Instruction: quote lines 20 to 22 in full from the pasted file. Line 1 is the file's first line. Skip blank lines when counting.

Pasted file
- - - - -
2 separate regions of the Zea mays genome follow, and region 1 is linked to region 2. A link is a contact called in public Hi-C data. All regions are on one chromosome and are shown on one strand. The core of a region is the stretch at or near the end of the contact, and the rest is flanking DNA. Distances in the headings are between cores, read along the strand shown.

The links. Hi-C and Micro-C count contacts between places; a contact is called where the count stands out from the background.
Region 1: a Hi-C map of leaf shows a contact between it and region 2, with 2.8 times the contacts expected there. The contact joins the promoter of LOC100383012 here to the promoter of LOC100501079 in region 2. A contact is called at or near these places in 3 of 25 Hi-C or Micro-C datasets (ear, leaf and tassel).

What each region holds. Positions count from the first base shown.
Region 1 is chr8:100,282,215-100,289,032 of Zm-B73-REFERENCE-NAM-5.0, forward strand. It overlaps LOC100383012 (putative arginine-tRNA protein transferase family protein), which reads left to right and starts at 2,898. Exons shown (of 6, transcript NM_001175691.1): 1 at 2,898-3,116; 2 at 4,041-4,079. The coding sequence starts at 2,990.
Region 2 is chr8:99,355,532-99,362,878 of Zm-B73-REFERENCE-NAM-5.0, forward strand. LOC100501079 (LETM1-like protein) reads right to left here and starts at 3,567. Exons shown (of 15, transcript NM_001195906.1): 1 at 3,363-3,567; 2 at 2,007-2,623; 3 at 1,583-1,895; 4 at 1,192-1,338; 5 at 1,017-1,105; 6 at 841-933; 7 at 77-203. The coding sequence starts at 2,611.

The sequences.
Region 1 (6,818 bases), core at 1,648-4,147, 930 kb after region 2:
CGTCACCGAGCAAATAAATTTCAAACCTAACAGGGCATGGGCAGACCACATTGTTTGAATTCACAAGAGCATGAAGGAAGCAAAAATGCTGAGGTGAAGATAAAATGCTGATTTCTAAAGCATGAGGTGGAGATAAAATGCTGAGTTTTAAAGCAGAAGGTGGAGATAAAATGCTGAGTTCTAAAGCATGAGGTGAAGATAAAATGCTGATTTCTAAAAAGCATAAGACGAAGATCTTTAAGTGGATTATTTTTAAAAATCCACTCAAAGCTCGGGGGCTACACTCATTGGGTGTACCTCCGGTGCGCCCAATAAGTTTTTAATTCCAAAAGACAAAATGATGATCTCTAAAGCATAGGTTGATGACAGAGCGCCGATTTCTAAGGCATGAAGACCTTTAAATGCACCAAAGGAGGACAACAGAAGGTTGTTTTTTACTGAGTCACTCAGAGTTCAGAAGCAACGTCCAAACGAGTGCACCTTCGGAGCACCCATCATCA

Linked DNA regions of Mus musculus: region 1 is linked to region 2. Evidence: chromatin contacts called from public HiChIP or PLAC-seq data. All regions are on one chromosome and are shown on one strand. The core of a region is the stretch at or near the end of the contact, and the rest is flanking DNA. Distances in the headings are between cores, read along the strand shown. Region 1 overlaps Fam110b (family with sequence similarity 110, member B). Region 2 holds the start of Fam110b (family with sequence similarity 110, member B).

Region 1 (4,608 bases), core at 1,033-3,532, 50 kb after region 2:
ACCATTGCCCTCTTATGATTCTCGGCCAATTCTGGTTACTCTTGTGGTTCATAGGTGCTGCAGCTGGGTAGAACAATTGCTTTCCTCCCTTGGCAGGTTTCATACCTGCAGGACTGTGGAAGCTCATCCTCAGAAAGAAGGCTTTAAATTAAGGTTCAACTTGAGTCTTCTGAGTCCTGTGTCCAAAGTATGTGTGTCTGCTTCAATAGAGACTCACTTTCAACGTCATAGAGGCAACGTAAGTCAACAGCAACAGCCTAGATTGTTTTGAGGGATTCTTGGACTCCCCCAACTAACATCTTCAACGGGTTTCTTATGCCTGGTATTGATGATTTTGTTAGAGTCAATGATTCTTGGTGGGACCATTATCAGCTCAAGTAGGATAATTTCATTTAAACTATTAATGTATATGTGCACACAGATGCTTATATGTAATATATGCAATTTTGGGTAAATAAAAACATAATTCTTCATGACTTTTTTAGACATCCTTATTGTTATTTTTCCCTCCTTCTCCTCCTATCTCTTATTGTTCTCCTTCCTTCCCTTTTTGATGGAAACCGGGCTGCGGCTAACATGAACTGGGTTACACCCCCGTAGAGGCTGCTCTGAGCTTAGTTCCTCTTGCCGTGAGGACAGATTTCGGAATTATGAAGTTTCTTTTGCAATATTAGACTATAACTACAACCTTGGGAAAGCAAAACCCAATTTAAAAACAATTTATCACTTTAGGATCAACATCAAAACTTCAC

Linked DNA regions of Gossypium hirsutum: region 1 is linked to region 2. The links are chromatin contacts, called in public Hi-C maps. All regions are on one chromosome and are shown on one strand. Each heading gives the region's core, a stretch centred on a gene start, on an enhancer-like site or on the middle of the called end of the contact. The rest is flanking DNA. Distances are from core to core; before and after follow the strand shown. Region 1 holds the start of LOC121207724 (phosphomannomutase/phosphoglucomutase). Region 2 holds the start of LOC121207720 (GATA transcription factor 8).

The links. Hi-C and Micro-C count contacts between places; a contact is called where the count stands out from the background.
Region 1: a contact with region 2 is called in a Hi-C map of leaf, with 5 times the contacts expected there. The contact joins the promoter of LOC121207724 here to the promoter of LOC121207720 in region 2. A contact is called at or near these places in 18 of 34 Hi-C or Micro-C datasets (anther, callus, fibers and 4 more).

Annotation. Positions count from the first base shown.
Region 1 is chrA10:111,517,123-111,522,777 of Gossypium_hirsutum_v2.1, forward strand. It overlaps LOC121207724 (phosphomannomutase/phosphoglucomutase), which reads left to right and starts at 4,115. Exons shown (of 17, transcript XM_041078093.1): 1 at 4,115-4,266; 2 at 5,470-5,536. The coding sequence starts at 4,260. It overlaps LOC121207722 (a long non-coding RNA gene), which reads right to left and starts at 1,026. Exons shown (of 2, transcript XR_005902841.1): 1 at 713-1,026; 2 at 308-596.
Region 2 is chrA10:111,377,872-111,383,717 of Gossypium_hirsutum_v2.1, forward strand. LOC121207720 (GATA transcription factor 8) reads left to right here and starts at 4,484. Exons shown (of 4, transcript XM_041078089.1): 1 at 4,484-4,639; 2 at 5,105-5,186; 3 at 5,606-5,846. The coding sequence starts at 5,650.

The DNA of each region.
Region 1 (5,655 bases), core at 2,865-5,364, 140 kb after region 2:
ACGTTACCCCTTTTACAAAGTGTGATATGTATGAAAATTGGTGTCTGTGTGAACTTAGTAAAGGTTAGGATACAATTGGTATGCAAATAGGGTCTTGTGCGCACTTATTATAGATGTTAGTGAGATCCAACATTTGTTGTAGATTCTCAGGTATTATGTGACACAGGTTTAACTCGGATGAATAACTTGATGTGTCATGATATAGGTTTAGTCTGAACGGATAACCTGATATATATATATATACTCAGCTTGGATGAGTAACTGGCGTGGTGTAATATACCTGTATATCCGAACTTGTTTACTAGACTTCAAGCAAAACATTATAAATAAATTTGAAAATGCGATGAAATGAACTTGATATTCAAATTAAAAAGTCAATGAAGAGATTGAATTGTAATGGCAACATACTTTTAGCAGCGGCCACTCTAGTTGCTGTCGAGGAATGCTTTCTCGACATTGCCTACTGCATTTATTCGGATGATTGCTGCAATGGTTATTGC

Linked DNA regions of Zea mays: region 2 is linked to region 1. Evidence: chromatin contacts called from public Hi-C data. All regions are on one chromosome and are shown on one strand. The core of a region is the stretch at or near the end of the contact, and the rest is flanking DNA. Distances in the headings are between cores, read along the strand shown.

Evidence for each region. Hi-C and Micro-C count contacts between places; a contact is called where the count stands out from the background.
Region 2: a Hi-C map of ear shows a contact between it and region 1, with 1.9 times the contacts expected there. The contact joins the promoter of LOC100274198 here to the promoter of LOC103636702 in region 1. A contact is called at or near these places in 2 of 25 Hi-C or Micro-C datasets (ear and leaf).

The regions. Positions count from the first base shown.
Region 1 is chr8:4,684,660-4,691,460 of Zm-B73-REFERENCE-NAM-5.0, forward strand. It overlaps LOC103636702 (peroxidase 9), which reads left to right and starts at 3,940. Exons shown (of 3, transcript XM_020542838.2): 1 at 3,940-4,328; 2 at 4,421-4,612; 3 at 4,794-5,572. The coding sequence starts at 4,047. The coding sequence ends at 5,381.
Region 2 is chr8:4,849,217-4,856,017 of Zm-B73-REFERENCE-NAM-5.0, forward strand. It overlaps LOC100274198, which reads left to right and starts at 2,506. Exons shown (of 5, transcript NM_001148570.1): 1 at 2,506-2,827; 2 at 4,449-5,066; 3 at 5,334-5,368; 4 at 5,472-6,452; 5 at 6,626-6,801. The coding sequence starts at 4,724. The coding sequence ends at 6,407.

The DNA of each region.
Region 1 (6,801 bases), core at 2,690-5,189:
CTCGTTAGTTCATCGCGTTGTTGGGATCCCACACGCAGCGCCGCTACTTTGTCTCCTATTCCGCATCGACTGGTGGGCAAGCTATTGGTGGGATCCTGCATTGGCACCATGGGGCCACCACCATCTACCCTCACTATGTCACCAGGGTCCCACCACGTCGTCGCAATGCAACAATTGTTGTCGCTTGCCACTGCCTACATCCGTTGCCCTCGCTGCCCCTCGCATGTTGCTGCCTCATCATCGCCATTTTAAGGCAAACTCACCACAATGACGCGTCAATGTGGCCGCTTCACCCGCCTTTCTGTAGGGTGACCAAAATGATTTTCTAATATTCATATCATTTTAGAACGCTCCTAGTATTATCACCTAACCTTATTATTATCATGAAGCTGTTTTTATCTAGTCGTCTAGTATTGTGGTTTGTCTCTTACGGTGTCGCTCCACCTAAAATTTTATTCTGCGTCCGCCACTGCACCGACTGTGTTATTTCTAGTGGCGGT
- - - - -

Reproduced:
Region 1 (5,655 bases), core at 2,865-5,364, 140 kb after region 2:
ACGTTACCCCTTTTACAAAGTGTGATATGTATGAAAATTGGTGTCTGTGTGAACTTAGTAAAGGTTAGGATACAATTGGTATGCAAATAGGGTCTTGTGCGCACTTATTATAGATGTTAGTGAGATCCAACATTTGTTGTAGATTCTCAGGTATTATGTGACACAGGTTTAACTCGGATGAATAACTTGATGTGTCATGATATAGGTTTAGTCTGAACGGATAACCTGATATATATATATATACTCAGCTTGGATGAGTAACTGGCGTGGTGTAATATACCTGTATATCCGAACTTGTTTACTAGACTTCAAGCAAAACATTATAAATAAATTTGAAAATGCGATGAAATGAACTTGATATTCAAATTAAAAAGTCAATGAAGAGATTGAATTGTAATGGCAACATACTTTTAGCAGCGGCCACTCTAGTTGCTGTCGAGGAATGCTTTCTCGACATTGCCTACTGCATTTATTCGGATGATTGCTGCAATGGTTATTGC

Linked DNA regions of Zea mays: region 2 is linked to region 1. Evidence: chromatin contacts called from public Hi-C data. All regions are on one chromosome and are shown on one strand. The core of a region is the stretch at or near the end of the contact, and the rest is flanking DNA. Distances in the headings are between cores, read along the strand shown.